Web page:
Politics & Media
Jan 07, 2019, 06:27AM

Right Wing Nerds vs. the New Common Sense

To the left, the nerd’s ungraceful and sometimes probing utterances have become a major burden.

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We’re in strange times when the center right is home to intellectually freewheeling nerds just as the left is getting fed up with navel-gazing and hell-bent on epistemic closure. Epistemic closure was a term popularized by libertarian Julian Sanchez in 2010 to describe the know-nothingism on display by certain Tea Partiers. As the decade draws to a close, we’ve done a societal 180.

The egghead who hesitates to take an unequivocal, black-and-white, moralized stance on X issue—in favor of robust debate and analysis—was a hallmark of the left contra the right for decades, and most of my life. But changes are afoot. The knowledge economy has rendered gawky brainiacs like former Googler James Damore among the most common type of male most modern female professionals will have to abide in their everyday lives, and familiarity has given way to contempt.

“If I see someone in a Batman t-shirt, I no longer assume they’re a sensitive soul,” laments Jennifer Wright at The New York Times. “Instead, I wonder if they harassed women during Gamergate or hang out on incel message boards talking about how Elliot Rodger was right to kill ‘blonde sorority sluts.’”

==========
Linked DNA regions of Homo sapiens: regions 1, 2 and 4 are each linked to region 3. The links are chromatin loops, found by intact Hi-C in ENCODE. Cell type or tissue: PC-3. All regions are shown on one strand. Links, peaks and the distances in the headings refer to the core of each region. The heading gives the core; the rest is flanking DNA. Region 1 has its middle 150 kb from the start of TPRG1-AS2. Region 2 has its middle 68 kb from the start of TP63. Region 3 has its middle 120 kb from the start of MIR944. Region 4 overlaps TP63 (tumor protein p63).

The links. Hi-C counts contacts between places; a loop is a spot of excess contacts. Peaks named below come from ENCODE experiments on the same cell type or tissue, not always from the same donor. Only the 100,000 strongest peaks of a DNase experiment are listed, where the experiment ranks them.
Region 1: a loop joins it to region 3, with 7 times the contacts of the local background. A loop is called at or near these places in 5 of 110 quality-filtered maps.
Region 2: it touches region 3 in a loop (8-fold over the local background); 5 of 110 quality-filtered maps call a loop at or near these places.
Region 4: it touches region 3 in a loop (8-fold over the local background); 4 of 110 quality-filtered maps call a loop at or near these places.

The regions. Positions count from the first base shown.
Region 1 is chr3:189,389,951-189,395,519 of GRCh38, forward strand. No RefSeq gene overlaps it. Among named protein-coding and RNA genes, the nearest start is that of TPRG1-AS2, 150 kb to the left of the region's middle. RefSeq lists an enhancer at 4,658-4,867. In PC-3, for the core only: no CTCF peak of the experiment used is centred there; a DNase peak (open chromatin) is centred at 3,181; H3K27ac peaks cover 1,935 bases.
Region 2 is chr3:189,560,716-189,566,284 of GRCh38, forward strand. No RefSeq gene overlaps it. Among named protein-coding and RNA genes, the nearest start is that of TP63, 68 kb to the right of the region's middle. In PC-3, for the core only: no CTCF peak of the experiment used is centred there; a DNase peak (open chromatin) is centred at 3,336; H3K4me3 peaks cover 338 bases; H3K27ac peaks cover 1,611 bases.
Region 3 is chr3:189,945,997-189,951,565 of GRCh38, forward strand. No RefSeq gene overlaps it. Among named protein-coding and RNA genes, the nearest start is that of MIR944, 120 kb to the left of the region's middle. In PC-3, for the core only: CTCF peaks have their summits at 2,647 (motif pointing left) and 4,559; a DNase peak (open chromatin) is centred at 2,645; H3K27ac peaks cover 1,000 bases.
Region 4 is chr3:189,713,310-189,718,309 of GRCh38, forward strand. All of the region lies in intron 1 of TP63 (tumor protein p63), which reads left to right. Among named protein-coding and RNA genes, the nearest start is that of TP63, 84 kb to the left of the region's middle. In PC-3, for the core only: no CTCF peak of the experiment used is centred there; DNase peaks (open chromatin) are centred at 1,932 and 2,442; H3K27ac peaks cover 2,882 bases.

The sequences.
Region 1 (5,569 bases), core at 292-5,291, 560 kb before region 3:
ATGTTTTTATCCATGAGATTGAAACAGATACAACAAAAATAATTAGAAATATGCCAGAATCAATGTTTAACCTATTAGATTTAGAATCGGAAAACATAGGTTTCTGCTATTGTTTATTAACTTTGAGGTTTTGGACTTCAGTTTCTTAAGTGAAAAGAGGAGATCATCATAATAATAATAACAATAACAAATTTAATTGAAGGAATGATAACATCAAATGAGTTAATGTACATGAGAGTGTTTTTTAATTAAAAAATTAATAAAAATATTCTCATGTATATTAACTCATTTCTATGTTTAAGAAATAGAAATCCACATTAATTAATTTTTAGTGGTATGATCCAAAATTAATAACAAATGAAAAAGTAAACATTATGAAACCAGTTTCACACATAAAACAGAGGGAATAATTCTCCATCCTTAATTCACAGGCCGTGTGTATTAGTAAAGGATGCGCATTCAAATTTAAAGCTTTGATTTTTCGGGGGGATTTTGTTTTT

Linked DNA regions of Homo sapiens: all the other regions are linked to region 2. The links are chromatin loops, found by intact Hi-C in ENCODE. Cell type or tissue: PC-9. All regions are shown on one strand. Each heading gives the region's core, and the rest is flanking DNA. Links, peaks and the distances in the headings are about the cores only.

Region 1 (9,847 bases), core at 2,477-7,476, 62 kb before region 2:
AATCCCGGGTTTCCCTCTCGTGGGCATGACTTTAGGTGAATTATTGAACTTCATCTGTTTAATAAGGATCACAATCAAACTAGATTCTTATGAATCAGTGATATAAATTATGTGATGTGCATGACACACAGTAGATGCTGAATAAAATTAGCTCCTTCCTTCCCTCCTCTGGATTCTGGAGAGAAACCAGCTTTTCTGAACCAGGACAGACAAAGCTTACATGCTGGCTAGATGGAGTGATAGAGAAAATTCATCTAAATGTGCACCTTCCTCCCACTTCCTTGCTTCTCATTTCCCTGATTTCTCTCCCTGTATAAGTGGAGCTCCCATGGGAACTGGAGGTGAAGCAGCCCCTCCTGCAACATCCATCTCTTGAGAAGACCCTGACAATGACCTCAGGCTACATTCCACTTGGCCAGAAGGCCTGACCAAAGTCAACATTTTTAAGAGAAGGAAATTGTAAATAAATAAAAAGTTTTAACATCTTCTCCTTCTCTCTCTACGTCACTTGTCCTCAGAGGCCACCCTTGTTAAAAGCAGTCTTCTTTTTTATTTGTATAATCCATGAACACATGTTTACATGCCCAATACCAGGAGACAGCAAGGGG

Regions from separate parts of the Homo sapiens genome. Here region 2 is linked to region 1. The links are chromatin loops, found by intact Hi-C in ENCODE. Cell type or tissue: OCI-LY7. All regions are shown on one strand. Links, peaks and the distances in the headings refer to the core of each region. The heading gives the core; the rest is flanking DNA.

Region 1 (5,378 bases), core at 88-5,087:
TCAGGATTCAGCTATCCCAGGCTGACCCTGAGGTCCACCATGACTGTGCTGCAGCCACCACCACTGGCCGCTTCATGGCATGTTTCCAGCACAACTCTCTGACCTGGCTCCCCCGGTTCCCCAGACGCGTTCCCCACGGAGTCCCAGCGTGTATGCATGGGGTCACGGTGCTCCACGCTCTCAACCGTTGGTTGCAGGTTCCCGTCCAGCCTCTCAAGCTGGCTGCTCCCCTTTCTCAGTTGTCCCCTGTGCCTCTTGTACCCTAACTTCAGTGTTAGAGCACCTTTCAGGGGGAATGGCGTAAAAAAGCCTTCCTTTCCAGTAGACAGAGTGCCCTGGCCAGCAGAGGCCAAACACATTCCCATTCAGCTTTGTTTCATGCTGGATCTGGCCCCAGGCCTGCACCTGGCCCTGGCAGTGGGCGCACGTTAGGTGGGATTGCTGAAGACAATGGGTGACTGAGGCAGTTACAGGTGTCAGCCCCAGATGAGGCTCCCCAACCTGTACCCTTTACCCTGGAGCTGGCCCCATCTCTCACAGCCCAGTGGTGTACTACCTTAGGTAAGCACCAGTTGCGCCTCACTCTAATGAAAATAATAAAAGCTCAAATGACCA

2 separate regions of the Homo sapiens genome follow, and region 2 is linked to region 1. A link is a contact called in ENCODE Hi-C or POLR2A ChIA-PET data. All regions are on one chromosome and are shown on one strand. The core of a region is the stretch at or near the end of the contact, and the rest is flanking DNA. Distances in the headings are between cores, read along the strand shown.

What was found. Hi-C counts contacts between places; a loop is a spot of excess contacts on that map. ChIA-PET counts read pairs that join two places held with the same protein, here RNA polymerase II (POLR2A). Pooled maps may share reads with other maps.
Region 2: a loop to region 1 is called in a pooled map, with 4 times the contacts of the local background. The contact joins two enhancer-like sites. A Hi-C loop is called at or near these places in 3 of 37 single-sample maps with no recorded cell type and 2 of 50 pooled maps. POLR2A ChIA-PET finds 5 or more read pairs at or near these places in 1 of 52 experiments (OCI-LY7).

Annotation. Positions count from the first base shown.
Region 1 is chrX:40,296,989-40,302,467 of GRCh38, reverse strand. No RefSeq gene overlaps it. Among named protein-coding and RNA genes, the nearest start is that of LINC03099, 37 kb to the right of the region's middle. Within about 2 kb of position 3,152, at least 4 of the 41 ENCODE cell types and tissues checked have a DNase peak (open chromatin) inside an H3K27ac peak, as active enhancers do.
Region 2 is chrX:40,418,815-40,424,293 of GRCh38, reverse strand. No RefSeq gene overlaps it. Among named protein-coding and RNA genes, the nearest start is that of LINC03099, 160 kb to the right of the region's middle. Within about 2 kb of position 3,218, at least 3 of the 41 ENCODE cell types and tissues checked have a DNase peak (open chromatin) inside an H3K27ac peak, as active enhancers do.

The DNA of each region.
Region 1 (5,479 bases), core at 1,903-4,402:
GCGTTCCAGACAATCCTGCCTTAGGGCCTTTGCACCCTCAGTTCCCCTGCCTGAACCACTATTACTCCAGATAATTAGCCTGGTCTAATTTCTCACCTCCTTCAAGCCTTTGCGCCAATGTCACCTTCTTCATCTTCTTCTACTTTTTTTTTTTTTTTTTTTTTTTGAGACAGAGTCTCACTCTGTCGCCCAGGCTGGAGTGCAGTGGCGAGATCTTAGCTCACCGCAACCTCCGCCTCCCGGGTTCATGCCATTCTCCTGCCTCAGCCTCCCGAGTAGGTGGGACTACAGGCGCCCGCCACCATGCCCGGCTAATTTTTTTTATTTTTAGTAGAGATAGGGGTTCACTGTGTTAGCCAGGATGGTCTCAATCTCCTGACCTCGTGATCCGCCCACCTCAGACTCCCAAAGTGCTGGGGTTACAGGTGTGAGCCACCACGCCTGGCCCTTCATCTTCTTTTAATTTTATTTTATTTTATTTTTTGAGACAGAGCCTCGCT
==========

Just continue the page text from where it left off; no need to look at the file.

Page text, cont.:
A Batman shirt did this.

This is vaguely paranoid, but it’s a peek into the increasingly trendy progressive discomfort with the world of nerdery, especially straight male nerdery. While the smirking, smart-ass male atheist who slew sacred cows was still enjoying some measure of cultural panache as recently as the 2000s, something has changed in the years since. The fleeting image of a Christopher Hitchens or Richard Dawkins in the mind of a modern progressive invokes not Marxism and evolutionary science, but problematic webcam bros. For the front row kids, the long tail of YouTube content is like attending a Lambda Lambda Lambda frat party. It’s an affront to everything fabulous and not gross.

Nerds are infamous for lacking a certain level of social awareness, being awkward and at odds with common sense and sensibility. And with progressives enjoying their common sense phase—the ability to shape the kind of thing ad-driven corporations want something, as opposed to nothing, to do with—the nerd’s ungraceful and sometimes probing utterances have become a major burden.

Real nerd Robin Hanson (not to be confused with the legendary “genuine nerd” Toby Radloff) has earned a place in Wonkette’s 2018 list of “garbage men.” Why? Because he dared broach the topic of male sexual inequality, something relevant in a year when a so-called incel—or involuntarily celibate—murdered someone in Toronto. The timing of Hanson’s thought experiment is thought to be so egregious it deserves to be dismissed out of hand and widely butchered. Just as questioning US foreign policy in the Middle East was inquiry-non-grata in the days after 9/11—an affront to everyone’s common sense—Hanson’s meditation was deemed beyond the pale.